Checking these credible websites for any recent posts on this article would be my first logical step. Why do all the work, if someone else has already done it for me. Fact Checking your sources can be completed in just one simple move.

I copy and pasted the title of the article, “Republican candidate banned from Twitter over racist Meghan Markle post” into each of the three Fact-Checking websites search engines. No results were found. Further investigation is needed.

Move 2: Go Upstream to the Source

Since the article was fairly new, posted just yesterday, February 13th 2018. No credible fact checking websites have completed a post on it yet. Instead of submitting a request, and waiting for one of these websites to cover it, I can try to go upstream to find the original source. In this case, the original tweet. But if what the article says is true, this step might not be as easy as it seems. If Paul Nehlen was banned from twitter, will his page or tweet still be up?

I was unable to find the original tweet on Nehlan’s Twitter account. The article stated that the tweet was taken down, so my search was a long shot. I was able to find a screenshot of the tweet inside the article written by Abedi, but in this day and age, can you really be certain it was not photo shopped?

Touching base on whether or not Twitter banned Nehlan, his page seems to still be up and running. His most recent activity reported to be only seven hours ago. The article does not clarify when Nehlan was banned from twitter. But the article was posted at 4:17 pm yesterday night. Around sixteen hours ago. If Nehlan was supposedly banned from twitter sixteen hours ago. How does he have recent activity from seven hours ago? Did twitter not ban him?

The evidence seems to be compelling, but I can’t stop my search there. Twitter has yet to make statement on the matter. But Abedi did link some sources in her article that are worth checking out.

Paul Nehlan’s Facebook Page

I was beginning to have my doubts. The timeline wasn’t adding up, and I was unable to find the original post on Nehlan’s seemingly up and running Twitter page. But Abedi presented me with undeniable evidence. Straight from the horses mouth. She provided a link to Paul Nehlan’s Facebook Page.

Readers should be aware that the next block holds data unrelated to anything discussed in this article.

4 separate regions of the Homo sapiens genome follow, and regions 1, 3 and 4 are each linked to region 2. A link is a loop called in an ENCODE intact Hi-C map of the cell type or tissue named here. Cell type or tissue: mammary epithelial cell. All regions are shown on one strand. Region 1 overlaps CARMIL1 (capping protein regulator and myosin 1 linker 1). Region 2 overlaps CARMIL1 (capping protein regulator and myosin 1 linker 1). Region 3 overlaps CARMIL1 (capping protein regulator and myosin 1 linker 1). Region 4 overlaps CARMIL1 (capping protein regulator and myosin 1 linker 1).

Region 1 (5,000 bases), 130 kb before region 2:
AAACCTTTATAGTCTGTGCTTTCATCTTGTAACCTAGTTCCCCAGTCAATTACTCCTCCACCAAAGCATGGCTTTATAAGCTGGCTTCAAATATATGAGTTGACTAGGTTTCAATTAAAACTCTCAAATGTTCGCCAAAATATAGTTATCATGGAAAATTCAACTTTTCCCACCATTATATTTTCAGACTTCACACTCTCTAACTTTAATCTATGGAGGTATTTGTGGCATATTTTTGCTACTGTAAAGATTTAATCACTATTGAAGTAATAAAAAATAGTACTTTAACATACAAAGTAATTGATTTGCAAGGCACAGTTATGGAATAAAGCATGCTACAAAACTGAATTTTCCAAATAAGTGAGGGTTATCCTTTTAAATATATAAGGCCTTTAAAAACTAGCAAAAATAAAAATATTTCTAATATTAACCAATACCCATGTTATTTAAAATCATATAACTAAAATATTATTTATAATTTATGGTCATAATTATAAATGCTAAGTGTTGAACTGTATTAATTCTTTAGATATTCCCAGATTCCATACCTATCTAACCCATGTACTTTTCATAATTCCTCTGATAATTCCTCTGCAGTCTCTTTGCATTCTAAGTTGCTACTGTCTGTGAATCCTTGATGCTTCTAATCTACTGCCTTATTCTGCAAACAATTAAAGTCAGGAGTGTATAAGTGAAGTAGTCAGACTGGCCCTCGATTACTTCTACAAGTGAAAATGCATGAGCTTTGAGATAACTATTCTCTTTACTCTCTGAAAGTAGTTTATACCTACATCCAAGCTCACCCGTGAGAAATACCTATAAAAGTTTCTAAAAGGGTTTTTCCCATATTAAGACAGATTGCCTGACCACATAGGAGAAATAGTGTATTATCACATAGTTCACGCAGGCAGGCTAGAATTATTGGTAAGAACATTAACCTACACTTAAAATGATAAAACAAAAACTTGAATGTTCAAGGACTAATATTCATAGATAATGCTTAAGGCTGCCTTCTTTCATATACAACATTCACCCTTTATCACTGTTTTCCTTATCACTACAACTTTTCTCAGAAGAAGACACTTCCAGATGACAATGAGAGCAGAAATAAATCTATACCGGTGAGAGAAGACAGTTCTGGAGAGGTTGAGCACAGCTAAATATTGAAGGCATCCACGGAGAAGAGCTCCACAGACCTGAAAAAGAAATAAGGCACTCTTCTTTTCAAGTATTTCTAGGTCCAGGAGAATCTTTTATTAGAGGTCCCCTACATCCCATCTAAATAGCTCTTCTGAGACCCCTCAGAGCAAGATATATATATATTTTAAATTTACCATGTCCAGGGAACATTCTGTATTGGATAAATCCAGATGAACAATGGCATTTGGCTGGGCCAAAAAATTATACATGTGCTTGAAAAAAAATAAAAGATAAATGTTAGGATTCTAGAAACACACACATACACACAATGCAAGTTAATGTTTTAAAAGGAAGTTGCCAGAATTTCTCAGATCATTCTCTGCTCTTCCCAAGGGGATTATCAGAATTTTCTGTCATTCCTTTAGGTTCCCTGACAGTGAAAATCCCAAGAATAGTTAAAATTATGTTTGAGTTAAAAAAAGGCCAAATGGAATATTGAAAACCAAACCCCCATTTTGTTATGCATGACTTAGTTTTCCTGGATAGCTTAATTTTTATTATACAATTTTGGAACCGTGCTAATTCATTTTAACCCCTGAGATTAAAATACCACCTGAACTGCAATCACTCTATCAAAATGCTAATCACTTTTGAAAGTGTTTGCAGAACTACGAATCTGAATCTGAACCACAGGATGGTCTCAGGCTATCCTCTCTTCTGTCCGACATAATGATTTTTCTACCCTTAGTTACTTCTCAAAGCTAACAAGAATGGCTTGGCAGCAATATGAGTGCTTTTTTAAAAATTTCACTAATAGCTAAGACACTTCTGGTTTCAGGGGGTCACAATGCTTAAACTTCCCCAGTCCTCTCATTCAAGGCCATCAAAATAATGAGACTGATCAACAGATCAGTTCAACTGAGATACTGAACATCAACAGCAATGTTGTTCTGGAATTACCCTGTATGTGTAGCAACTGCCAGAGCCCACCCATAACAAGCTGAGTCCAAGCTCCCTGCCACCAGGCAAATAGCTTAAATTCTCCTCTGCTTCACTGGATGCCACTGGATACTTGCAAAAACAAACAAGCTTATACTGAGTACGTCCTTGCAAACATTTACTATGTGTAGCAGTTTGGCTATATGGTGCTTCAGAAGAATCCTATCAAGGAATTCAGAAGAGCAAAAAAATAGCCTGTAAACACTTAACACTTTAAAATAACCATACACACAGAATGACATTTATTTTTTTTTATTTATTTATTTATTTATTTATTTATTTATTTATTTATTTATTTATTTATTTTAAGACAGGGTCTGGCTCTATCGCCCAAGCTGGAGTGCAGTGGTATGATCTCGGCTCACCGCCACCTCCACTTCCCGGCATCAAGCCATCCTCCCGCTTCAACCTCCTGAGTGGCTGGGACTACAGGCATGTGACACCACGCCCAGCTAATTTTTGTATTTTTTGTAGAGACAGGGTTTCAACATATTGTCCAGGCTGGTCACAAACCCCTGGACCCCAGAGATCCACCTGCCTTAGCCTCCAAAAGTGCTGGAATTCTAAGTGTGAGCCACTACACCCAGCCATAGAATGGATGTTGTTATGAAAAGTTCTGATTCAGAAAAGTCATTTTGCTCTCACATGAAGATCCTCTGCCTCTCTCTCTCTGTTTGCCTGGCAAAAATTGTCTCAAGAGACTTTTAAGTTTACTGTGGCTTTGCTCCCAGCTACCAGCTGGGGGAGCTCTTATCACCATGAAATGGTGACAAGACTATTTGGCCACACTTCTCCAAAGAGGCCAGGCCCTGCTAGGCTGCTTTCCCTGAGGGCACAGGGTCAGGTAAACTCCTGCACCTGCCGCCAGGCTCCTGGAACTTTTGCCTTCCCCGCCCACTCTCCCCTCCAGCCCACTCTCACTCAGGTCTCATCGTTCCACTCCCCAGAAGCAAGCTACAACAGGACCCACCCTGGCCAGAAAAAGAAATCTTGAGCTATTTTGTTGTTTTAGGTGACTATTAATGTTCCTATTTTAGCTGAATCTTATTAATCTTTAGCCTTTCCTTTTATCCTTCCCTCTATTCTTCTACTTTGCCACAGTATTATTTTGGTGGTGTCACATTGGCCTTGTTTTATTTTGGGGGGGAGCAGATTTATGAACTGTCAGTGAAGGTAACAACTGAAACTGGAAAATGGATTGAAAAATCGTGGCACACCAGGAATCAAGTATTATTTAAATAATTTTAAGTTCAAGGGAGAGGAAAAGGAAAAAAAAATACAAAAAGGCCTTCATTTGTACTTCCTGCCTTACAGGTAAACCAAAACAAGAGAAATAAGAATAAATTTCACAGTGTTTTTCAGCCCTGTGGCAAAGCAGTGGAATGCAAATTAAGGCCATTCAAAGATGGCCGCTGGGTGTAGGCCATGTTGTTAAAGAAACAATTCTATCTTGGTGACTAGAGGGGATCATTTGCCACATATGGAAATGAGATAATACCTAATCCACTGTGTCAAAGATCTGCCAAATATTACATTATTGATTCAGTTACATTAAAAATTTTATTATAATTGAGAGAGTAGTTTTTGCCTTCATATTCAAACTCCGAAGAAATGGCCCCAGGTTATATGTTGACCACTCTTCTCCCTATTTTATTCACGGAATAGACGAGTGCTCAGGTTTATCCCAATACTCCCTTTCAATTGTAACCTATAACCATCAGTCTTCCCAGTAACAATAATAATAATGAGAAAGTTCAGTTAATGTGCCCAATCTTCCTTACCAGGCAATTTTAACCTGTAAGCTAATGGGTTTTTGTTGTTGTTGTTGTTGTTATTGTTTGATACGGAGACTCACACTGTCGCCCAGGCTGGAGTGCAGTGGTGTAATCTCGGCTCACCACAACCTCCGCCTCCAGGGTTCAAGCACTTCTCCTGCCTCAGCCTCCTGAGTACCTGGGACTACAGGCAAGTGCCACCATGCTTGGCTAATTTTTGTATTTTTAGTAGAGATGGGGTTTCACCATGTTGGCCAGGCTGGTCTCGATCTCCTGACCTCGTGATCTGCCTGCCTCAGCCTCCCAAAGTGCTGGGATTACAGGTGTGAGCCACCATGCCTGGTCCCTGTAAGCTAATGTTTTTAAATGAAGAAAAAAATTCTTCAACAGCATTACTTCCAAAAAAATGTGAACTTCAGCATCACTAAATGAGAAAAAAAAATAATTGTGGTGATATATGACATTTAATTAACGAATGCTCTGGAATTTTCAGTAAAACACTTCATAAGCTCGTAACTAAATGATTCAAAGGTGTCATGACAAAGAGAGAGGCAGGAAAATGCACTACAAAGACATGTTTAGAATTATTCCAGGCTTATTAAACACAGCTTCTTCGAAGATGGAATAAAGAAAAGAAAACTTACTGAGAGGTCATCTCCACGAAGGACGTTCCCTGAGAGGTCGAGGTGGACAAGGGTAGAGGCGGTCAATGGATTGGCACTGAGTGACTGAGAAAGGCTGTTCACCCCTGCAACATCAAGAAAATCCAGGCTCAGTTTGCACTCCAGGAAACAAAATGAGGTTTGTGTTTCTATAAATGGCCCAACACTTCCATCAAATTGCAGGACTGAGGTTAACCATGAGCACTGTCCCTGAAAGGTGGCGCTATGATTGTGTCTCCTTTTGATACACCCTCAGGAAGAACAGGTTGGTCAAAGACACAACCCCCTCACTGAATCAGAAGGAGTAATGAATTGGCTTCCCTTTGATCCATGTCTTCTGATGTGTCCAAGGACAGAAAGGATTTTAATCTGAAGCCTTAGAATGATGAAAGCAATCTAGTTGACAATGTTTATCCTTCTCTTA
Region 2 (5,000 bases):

Screenshot 2018-02-14 at 9.07.15 AM

As you can clearly see from the screenshot above, Nehlan posted about the incident on his personal Facebook page. He states,

A deliberately inflammatory article (that I’d argue is pure junk science) was published indicating Brits, and by extension, Americans, came from this Cheddar Man character. In response, I lampooned the article. If you like your free speech, you can keep your free speech (in my condescending Obama voice). Now are you paying attention to my #ShallNotCensor proposal?

Paul Nehlan did post a racist tweet of Meghan Markle, and he is quite proud of it. What is still uncertain is whether or not he was actually banned from twitter. Nehlan touches on the subject with his #ShallNotCensor. But that enough isn’t proof.

Upon further research conducted on Nehlan’s Facebook Page. I was able to find an official statement made by Nehlan, directly correlating with his Twitter ban.

Screenshot 2018-02-14 at 9.23.51 AM

The first paragraph of the statement states exactly what we were looking for,

Yesterday, Twitter banned me from its platform. I am the second GOP congressional candidate within one month to be banned for lawful speech from a major social media platform.

Results

Going upstream to the original source, provided us with all of the information we needed. We can now say with certainty that what Maham Abedi wrote in her article is true. Paul Nehlan was banned from Twitter for his racist photo-shopped post of Meghan Markle. She provided us with the necessary links, within the article, to find the information for ourselves. Paul Nehlan has caused an uproar on social media, and has brought up issues regarding free speech. Do you believe Twitter had a right to ban Paul Nehlan? The post was disturbing, and racist, but doesn’t Nehlan still have the right to free speech? This whole incident has brought up a huge controversy, and I am happy I can discuss my point of view freely, knowing that I have gotten my facts straight.

Fact Check #5: What Needs Fact Checking?